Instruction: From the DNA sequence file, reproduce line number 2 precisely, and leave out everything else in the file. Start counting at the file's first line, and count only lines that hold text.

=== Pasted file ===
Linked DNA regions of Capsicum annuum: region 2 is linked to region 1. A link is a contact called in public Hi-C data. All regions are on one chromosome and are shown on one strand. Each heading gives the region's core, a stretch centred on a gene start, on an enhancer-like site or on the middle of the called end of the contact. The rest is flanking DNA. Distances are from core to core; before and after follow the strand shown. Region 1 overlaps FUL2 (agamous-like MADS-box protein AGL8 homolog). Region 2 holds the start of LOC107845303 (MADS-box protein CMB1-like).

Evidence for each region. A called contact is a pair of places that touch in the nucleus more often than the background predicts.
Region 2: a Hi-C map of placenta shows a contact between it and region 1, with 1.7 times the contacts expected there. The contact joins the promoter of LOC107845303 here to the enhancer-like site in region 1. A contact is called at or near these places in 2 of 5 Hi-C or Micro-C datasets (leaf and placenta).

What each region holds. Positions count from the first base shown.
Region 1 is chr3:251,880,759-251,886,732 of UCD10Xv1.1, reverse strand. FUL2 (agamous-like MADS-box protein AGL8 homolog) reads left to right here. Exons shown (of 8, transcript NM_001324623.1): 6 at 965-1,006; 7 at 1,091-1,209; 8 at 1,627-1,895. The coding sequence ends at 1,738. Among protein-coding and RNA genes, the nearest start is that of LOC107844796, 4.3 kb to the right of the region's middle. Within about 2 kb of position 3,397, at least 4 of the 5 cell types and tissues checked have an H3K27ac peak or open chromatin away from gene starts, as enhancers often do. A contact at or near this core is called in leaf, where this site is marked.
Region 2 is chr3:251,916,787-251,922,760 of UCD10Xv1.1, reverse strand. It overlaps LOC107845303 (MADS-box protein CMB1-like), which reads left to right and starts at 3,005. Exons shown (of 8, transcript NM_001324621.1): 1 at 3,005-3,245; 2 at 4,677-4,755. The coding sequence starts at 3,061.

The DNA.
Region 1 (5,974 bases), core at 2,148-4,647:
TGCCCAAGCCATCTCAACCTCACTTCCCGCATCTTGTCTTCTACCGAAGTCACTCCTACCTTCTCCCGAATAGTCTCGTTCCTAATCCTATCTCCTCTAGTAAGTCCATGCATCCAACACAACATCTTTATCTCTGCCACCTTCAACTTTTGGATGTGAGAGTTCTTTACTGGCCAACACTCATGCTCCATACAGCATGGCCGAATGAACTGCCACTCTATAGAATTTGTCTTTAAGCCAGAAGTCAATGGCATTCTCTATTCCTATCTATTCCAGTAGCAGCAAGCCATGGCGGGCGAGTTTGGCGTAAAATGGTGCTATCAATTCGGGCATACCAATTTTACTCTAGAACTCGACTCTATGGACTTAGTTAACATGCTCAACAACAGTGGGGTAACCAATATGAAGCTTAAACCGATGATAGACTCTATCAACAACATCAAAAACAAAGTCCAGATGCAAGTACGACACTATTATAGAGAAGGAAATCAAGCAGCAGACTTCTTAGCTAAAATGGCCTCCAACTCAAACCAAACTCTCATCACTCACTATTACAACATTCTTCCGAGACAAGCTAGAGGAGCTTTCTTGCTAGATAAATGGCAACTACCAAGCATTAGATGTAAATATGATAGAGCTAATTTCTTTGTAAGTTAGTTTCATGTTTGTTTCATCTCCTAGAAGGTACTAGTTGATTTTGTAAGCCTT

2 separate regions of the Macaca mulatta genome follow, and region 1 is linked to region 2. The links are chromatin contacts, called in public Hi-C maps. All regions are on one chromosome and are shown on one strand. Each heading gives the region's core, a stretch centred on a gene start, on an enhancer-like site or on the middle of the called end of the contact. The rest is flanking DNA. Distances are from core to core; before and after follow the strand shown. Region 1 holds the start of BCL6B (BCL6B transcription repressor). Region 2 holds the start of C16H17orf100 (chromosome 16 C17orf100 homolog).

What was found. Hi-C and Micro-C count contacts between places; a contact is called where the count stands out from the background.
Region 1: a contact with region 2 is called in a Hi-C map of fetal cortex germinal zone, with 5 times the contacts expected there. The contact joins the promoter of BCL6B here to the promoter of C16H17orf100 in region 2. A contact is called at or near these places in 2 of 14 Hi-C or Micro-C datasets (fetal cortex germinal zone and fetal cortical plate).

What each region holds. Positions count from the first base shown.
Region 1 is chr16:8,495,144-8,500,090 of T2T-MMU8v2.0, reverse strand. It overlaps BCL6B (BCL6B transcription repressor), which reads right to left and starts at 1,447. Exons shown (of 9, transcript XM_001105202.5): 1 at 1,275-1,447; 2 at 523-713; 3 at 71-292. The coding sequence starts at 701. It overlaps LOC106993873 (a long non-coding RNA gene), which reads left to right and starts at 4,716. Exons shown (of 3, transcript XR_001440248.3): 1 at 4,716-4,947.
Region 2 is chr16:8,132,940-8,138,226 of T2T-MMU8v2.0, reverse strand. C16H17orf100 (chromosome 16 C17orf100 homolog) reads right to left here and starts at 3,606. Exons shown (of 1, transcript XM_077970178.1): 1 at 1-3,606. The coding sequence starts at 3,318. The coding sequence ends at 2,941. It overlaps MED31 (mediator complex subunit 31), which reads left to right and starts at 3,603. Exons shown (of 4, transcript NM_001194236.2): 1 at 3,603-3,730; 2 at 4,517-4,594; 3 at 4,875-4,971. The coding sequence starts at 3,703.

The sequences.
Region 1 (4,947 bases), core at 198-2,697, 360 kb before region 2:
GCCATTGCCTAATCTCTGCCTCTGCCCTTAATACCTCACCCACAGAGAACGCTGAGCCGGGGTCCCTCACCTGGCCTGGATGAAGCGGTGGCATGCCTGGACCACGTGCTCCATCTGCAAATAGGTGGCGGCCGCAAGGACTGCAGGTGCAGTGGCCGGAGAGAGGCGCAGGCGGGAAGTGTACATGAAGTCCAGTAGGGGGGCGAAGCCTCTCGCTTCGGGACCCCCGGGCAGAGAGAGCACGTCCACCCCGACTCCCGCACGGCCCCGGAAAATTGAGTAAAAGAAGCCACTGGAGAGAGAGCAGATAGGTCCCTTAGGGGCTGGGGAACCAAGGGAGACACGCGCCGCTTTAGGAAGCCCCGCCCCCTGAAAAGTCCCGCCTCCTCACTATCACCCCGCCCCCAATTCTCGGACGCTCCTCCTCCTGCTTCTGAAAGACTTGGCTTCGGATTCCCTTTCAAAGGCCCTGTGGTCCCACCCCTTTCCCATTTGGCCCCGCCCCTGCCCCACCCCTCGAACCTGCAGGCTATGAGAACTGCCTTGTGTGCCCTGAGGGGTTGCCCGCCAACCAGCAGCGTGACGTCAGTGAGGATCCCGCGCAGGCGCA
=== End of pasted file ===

Evidence for each region. A called contact is a pair of places that touch in the nucleus more often than the background predicts.